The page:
The New York State Department of Taxation and Finance has released draft amendments to the Article 9-A corporate franchise tax regulations to address significant changes relating to combined reporting under New York State corporate tax reform legislation enacted in 2014 and 2015. Corporate Tax Reform Draft Regulations, Combined Reports, (N.Y.S. Dep’t of Taxation & Fin., Jan. 22, 2016).
Under corporate tax reform legislation, which went into effect for tax years beginning on or after January 1, 2015, a taxpayer is required to file combined returns including unitary corporations in which it has more than 50% of the voting power. The distortion test for mandatory combination under prior law, including the substantial intercorporate transactions test, is eliminated. The law includes several exceptions to unitary combined filing, including an exception for alien corporations that have no federal effectively connected income and that are not classified as “domestic” corporations for federal tax purposes. Notably, the new law also allows commonly owned corporations to make a binding seven-year election to file on a combined basis if the 50% voting power test is met, whether or not a unitary relationship exists. Except with respect to eligibility for tax credits, the combined group will generally be treated as if it were a single entity.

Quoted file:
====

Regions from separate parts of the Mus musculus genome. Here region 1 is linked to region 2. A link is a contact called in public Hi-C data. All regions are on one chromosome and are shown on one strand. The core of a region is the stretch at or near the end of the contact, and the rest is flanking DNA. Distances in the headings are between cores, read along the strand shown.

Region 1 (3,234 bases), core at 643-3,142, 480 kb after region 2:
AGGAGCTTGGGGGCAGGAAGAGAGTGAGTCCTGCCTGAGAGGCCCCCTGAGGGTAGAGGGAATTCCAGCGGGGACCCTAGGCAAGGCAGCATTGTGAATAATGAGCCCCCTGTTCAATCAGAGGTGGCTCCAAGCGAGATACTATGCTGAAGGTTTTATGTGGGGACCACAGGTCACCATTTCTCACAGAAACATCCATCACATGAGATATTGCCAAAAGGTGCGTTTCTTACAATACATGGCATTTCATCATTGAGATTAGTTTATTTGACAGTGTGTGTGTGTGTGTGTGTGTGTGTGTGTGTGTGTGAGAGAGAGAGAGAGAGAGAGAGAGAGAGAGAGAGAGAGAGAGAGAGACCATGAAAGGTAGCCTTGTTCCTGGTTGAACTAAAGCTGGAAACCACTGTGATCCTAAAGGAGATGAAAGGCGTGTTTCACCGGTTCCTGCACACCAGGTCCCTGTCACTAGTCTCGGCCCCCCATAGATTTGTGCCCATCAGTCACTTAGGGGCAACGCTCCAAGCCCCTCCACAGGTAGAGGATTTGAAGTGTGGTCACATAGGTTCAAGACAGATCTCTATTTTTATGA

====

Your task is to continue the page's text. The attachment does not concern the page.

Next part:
The draft amendments contain several potentially significant proposals:
- The term “unitary business” would be “construed to the broadest extent permitted under the U.S. Constitution,” as interpreted by the U.S. Supreme Court, New York State courts and the New York State Tax Appeals Tribunal.
- The 50% voting power test would be satisfied by a corporation based on direct or indirect ownership, or direct or indirect control, of more than 50% of the voting power of another company. “Voting power” would be defined to mean the power to elect board members of a company, and the calculation of a company’s total combined voting power would exclude formal voting rights held by stockholders in circumstances where there is any express or implied agreement that the stockholder will not vote its stock in the company.
- “Ownership” of voting power would be defined to include actual or beneficial ownership of stock, meaning that the stockholder must have the right to vote and the right to receive any declared dividends. “Control” of voting power would be defined to apply to circumstances where a company “directly or indirectly possesses the power to dictate or influence the management and policies” of another company through the direct or indirect ownership of more than 50% of the voting power in the other company, or where a company has been given the right to vote the stock of another company “by proxy or otherwise.”
- Companies satisfying the 50% voting power test would be presumed to have a unitary relationship when they: (1) are horizontally integrated, meaning that all of the companies’ “activities are in the same general line of business”; (2) are vertically integrated, meaning that all of the companies “are engaged in different steps in a vertically structured enterprise”; or (3) share “strong centralized management” along with “centralized departments or affiliates” for certain functions such as financing, advertising, research and development or purchasing.